Joseph Rodgers Brown
1833 Partnership is formed between David Brown and his son Joseph. Firm is called David Brown & Son, located at 60 South Main St. in Providence; making and repairing clocks and watches.
1848 Lucian Sharpe begins his apprenticeship with Joseph R. Brown
1853 Joseph takes on Lucian as a partner. Firm is renamed J. R. Brown & Sharpe
1855 The company begins producing the vernier caliper
1861 Introduction of the Universal Milling Machine which is the first machine to cut twist drills; is also used in the making of rifle barrels for the Union Army during the civil war.
1868 The business is incorporated as Brown & Sharpe Mfg.
Co. having 14 employees.
1872 Company relocates to Promenade Street in Providence.
1875 First Universal Grinding Machine is produced.
1876 Joseph R. Brown dies
1898 Company grows to 1,500 employees as it increasingly specializes in the machine tool industry.
1899 Lucian Sharpe dies, replaced by Henry D. Sharpe, who resists expanding beyond its machine tool origins.
1932 Machine orders fall during the great depression; work force shrinks to 1,300.
1941 The International Association of Machinists and others organize workers. Strikes occur in 1942, 1943 and 1944.
1943 Employment tops 11,000 workers.
1951 A 13 week strike shuts down the company.
1956 Company expands internationally, opening a plant in England. Other European plants are acquired in the coming years.
1964 Company moves to a new building on Frenchtown Road in North Kingstown.
1970 Machine Tool orders are down 58 percent, company lays off 700 employees.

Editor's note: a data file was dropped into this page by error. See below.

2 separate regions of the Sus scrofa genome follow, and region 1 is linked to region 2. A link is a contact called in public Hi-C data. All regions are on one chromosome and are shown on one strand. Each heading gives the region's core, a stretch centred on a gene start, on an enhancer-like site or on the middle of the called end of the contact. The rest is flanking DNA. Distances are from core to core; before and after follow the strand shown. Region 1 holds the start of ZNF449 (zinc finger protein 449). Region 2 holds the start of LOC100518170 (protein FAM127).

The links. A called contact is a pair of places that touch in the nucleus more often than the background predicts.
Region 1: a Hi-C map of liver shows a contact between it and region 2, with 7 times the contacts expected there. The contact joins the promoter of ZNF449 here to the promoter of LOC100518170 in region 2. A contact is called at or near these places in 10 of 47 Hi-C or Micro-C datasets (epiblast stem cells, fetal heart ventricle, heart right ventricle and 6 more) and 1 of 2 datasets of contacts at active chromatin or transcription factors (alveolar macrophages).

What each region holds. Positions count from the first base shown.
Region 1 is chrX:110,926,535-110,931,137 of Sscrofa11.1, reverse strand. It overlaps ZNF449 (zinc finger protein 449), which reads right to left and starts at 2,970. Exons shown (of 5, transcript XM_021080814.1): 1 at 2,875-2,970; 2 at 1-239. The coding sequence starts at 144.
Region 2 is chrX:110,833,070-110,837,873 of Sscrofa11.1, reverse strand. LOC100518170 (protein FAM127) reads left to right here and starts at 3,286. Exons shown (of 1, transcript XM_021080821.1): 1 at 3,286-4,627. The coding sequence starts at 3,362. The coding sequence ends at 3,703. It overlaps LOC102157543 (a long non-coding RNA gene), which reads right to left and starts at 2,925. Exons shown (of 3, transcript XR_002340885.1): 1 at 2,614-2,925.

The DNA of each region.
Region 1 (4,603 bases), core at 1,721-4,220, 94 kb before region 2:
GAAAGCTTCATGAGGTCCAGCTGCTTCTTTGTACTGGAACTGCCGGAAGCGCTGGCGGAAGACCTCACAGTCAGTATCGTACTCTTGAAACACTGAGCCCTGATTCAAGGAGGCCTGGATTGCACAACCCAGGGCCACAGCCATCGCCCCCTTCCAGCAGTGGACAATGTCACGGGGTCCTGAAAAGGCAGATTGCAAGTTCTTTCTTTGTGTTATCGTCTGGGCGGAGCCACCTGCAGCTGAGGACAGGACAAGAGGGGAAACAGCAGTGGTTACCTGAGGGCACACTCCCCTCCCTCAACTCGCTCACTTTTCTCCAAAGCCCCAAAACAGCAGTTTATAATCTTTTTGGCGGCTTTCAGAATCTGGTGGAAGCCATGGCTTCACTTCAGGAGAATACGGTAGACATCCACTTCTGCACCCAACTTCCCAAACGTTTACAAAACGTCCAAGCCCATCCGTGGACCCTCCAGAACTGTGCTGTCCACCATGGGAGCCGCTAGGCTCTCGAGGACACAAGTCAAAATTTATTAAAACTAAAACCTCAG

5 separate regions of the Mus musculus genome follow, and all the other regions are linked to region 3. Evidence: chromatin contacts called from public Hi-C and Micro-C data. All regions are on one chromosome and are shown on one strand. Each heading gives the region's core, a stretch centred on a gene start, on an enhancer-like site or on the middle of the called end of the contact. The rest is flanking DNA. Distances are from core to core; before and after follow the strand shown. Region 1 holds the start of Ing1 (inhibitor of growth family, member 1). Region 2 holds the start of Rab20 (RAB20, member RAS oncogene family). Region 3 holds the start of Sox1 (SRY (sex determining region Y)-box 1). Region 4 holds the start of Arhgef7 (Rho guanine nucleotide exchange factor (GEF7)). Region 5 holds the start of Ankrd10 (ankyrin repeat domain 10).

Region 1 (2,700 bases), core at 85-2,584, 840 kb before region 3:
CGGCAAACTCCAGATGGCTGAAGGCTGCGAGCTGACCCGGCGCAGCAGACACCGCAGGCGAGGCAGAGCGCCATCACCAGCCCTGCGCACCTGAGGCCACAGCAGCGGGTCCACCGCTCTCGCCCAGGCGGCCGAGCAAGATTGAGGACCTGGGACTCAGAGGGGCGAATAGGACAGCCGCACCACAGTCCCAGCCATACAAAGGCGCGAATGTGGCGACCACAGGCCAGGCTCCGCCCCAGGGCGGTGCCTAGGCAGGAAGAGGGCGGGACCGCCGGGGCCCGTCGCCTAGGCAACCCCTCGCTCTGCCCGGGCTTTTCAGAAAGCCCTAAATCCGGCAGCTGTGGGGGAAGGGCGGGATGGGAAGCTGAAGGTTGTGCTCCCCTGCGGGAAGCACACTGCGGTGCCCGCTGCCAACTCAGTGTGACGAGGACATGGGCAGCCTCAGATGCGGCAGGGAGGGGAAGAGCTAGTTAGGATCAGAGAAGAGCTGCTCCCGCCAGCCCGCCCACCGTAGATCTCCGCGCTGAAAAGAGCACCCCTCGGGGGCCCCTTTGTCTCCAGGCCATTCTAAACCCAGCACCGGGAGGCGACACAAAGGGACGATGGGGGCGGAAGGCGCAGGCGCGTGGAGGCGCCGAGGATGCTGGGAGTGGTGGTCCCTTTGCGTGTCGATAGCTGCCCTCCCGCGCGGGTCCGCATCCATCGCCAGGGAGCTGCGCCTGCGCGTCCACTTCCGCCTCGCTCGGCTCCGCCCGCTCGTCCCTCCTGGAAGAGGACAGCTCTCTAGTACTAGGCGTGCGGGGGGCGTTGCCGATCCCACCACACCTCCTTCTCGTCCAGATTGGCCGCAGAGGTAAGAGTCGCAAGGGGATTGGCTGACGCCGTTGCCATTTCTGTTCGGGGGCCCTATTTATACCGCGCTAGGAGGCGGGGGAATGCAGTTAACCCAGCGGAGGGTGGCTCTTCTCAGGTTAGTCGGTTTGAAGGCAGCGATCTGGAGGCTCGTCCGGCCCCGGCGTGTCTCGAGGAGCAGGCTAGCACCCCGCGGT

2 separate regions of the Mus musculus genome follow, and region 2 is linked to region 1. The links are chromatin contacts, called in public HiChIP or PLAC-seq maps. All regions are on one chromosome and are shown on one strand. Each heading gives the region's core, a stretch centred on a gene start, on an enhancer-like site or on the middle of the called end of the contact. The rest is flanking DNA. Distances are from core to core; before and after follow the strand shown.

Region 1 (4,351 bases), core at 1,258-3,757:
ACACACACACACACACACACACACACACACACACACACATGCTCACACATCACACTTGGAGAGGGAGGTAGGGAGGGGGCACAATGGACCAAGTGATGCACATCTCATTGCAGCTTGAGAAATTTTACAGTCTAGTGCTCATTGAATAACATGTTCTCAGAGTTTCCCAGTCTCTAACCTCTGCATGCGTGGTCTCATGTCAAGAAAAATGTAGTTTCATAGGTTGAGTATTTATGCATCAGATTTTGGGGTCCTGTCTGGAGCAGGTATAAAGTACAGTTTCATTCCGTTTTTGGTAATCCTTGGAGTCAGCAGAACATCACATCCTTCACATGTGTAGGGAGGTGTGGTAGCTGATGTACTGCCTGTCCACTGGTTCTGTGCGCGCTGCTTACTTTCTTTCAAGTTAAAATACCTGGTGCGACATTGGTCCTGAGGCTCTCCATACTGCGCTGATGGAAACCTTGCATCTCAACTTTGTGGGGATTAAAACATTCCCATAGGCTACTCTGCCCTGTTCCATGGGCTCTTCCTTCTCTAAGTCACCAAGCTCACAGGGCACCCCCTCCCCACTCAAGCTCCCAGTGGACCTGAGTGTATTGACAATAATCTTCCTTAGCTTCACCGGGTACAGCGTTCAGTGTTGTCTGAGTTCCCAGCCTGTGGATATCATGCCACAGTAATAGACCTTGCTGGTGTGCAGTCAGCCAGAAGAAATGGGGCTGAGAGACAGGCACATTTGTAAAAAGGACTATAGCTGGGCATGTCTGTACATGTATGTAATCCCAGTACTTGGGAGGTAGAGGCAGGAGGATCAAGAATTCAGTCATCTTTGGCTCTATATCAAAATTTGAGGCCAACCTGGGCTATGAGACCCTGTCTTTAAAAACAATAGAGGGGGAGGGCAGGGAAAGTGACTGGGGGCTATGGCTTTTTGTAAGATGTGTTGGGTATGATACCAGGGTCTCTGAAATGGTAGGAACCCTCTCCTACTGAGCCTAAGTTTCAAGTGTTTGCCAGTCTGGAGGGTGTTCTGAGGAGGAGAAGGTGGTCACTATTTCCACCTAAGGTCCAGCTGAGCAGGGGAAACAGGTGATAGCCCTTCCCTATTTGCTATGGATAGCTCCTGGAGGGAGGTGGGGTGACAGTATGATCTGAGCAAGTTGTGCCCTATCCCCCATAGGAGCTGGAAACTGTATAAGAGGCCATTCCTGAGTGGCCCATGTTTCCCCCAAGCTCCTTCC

1975 Engineers stage 7-week strike.
1980 Company reports profits of $14.5 million on sales of $227.5 million, with 4,400 workers in Rhode Island, Michigan and North Carolina as well as four foreign countries.
1981 Machinists stage one of the longest strikes in American History.
1991 Company stops making its signature machinery, citing years of losses from foreign competitors; lays off 270 workers.
1996 Henry D. Sharpe resigns as chairman.
1997 Company lays off about 140 workers in its European plants.
1998 Thermo Electron's off to buy Brown & Sharpe for $15.50 a share is rejected.
1999 Company lays off 230 workers at four plants in the United Kingdom.
March 2000 Financial losses mount; Frank T. Curtin is replaced as chairman, president and CEO by Kenneth N. Kermes.
April 2000 Company reports losses of $42.9 million on sales of $322 million. It has 2,400 employees, including 450 in Rhode Island.
July 2000 Unable to resolve its problems with creditors, company considers putting itself up for sale or merger.
November 2000 Company announces sale of main business to Hexagon A.B. of Stockholm, Sweden.